Appeal from Superior Court of King County. Docket No: 95-1-00853-1. Date filed: 01/27/97. Judge signing: Hon. Linda Lau.
Order Denying Motion for Reconsideration April 8, 1997, Petition for Review Denied September 3, 1997,
The opinion of the court was delivered by: Ellington
ELLINGTON, J. -- The question we must resolve on discretionary review is whether evidence of blood alcohol is admissible in this prosecution for vehicular assault where the blood sample was taken at a hospital for purposes of treatment, rather than by police following an arrest. We hold the evidence is admissible.
Lamar Smith drank beer and whiskey with Chris Warren and Mike Frier at two different bars, then crashed his Oldsmobile Bravada into a utility pole. As a result of the accident, Frier is paralyzed. At the scene of the accident, Smith was unsteady, staggering, and smelled of alcohol. His speech was slurred and his eyes were bloodshot and watery. He later testified he had "blacked out" and was "dazed." He told the first police officer on the scene that he was the driver and the accident was all his fault.
Some witnesses to the accident thought that Warren had been the driver because Smith had exited by the passenger door. *fn1 When Smith learned that some officers thought Warren had been driving, Smith changed his story and gave a written statement to that effect. Warren was arrested and charged with vehicular assault. Smith was taken to Overlake Hospital and treated for his injuries.
Later, however, the police became convinced that Smith was the driver. The charges against Warren were dropped and Smith was arrested. Prosecutors then attempted to seize his medical records and a blood sample taken by the hospital. Smith claimed the evidence was protected by the physician-patient privilege, and the trial court agreed.
The court ruled that police had probable cause to arrest Smith when the accident occurred, and could have seized a blood sample under the implied consent statute, but the State could not now violate Smith's privilege to remedy its error. The court rejected the argument that public policy outweighed the defendant's privilege. Therefore, the court denied the State's motion to compel production of Smith's blood sample *fn2 and medical records, but indicated the ruling was subject to reconsideration if Smith waived the privilege or placed his medical condition at issue. The court held, though, that Smith would not waive the privilege simply by examining the State's witnesses about his injuries or state of sobriety.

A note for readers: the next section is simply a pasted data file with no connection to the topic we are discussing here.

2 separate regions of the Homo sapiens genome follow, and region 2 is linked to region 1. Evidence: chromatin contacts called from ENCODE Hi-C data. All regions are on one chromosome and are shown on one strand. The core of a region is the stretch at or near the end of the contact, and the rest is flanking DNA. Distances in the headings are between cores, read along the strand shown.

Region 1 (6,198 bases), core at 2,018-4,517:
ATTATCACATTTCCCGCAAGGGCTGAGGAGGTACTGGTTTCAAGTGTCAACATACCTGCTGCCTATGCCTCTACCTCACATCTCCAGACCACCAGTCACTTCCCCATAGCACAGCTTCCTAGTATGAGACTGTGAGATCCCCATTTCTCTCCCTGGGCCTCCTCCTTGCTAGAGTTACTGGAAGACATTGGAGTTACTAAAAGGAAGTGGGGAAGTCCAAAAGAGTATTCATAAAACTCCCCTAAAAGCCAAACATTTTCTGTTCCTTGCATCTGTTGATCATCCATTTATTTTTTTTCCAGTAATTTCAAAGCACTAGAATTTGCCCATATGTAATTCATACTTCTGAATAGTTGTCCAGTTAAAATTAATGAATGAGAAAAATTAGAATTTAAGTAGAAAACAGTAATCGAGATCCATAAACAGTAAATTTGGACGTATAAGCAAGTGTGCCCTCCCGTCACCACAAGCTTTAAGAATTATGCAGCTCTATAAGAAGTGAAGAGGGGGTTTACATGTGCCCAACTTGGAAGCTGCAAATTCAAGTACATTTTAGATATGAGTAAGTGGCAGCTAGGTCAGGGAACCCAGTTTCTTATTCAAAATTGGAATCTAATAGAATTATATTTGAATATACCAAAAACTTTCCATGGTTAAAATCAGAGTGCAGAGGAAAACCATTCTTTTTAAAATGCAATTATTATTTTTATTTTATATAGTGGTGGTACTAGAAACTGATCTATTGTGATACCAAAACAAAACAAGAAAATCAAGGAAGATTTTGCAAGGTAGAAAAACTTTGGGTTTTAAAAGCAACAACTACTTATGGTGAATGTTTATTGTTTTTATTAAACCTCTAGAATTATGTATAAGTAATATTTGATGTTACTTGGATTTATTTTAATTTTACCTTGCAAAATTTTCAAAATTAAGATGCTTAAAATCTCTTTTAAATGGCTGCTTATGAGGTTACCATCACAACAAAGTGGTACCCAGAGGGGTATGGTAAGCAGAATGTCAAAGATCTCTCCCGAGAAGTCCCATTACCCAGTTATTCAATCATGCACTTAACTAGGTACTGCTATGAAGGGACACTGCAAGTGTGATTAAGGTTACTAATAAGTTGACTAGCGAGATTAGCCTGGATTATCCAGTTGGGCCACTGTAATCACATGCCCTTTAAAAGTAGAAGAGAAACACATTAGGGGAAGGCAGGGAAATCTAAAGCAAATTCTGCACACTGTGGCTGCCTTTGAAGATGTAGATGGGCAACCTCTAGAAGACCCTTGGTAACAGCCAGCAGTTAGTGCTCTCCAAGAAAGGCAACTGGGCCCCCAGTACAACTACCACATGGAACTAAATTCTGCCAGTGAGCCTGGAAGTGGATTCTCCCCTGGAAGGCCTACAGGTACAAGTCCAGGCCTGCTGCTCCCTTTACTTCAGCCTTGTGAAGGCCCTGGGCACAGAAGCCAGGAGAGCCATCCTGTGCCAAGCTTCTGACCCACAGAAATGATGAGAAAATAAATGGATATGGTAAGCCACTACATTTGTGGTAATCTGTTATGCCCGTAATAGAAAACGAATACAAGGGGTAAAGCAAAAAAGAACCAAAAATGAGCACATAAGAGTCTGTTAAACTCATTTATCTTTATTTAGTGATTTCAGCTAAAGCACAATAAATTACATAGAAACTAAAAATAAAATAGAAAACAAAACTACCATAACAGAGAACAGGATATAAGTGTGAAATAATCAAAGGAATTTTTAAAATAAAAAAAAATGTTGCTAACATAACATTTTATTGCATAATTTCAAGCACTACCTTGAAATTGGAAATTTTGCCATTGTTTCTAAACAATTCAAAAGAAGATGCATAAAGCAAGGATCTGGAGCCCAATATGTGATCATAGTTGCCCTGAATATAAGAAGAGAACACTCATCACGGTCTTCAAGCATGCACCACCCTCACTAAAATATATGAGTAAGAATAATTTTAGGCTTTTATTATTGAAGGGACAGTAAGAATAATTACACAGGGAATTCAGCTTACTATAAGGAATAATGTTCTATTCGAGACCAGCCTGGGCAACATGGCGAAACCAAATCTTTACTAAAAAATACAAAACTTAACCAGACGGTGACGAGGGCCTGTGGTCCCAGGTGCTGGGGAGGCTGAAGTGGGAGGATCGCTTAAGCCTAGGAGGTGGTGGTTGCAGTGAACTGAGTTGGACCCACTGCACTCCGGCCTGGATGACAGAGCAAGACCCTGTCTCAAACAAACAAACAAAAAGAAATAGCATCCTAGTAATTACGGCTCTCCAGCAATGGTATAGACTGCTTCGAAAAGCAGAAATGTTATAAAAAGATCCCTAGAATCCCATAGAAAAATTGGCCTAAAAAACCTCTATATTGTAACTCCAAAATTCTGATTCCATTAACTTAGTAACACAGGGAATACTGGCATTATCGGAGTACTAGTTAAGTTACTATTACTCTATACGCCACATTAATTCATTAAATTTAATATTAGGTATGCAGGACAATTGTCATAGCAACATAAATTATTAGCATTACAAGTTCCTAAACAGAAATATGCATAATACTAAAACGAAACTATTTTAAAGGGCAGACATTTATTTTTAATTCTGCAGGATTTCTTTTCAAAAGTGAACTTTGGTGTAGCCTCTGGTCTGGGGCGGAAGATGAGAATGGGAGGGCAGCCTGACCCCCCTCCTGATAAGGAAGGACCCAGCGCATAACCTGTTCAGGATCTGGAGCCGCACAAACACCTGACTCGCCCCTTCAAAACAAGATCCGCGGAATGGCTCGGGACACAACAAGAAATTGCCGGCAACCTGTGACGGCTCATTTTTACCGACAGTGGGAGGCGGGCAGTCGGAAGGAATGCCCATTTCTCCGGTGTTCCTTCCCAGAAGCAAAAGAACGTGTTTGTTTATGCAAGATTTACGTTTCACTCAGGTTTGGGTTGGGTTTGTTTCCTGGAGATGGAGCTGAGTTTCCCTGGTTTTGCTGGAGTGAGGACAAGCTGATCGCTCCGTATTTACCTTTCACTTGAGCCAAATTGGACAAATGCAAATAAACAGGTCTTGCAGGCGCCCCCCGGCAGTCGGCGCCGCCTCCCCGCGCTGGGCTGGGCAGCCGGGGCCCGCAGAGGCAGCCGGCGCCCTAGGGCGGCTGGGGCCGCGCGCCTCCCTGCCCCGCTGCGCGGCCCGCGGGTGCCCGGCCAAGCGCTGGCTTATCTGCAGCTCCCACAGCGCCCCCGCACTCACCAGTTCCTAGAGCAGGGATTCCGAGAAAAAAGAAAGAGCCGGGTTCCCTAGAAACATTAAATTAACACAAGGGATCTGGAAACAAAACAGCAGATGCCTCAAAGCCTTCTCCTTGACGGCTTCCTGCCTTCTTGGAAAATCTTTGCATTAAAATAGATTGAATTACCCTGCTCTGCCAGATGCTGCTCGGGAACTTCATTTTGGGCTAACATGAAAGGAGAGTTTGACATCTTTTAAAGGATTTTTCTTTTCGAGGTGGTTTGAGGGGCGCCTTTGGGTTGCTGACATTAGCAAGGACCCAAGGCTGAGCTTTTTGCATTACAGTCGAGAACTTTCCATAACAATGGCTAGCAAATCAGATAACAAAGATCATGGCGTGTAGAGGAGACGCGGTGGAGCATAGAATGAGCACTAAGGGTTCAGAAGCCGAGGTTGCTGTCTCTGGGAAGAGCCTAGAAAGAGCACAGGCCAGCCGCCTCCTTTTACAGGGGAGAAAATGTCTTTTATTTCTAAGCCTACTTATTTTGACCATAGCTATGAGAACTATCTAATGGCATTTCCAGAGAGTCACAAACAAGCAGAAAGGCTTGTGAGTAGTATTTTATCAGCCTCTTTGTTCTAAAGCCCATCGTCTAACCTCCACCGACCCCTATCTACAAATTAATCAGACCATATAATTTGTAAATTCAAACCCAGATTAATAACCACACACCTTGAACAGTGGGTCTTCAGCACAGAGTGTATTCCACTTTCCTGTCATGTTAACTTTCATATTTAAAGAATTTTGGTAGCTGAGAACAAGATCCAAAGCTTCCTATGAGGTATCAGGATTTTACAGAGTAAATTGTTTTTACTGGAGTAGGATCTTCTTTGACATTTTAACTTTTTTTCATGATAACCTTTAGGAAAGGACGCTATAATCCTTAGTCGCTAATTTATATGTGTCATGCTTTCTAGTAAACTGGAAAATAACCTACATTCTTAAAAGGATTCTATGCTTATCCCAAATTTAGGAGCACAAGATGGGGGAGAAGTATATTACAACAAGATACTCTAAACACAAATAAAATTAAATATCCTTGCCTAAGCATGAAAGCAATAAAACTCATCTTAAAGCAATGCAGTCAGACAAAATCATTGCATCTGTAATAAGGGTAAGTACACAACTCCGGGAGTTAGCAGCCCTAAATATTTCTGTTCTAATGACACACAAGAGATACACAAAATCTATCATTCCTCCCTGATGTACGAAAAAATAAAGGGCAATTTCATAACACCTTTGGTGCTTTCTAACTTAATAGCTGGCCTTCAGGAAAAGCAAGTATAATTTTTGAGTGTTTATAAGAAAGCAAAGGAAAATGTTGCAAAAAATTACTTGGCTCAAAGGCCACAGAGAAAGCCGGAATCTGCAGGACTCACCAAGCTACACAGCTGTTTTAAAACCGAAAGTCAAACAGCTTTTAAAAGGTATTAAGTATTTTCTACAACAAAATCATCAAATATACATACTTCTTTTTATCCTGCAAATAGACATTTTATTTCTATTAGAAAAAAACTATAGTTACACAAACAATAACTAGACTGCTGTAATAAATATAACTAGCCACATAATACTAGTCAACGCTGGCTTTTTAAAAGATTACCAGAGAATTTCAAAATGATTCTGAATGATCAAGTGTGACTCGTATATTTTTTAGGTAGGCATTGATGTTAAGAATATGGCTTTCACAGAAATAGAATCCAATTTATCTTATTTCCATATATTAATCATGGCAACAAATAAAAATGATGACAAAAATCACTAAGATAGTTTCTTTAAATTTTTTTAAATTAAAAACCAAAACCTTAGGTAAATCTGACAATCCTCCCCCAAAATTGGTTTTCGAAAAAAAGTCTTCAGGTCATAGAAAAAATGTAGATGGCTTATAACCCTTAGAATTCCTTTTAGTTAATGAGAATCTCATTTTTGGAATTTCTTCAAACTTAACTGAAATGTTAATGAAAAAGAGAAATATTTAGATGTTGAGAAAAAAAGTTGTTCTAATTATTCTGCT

At trial, Smith testified he drank two beers and nursed a third beer at the Sharks tavern. At TGI Fridays, he was served three drinks made with Crown Royal whiskey, but testified they were ordered for him by someone else, and because he did not like them, he only sipped them. Smith denied that the accident occurred because he had too much to drink. In closing, Smith's counsel talked about the evidence of how much Smith had to drink, and made detailed hypothetical calculations of his probable blood alcohol level depending on the quantity of alcohol he had consumed. The jury was unable to reach a verdict, and the court declared a mistrial.
The State filed a motion for discretionary review, arguing that its ability to effectively prosecute Smith for vehicular assault was substantially limited by the trial court's refusal to order Smith to produce his medical records and the blood sample. The State also argued the trial court erred in concluding Smith had not opened the door to cross- examination about the medical records and blood, and in concluding that Smith did not waive the physician-patient privilege.
Smith filed a cross-motion for discretionary review regarding the trial court's reckless driving instruction. We granted the State's motion, denied Smith's, and asked the parties to address "whether RCW 46.20.308(3) [the implied consent statute] entitled the State access to Smith's blood draw once he was arrested for this offense as well as the interaction of that statute with RCW 5.60.060(4) [the physician-patient privilege] and whether Smith's defense and/or testimony waived the physician-patient privilege."
The Implied Consent Statute Does Not Control
The State argues that the implied consent statute (RCW 46.20.308) and the physician-patient privilege (RCW 5.60.060(4)) are in conflict in this case, and that the implied consent statute supersedes the privilege. Smith argues that the implied consent statute simply does not apply, so ...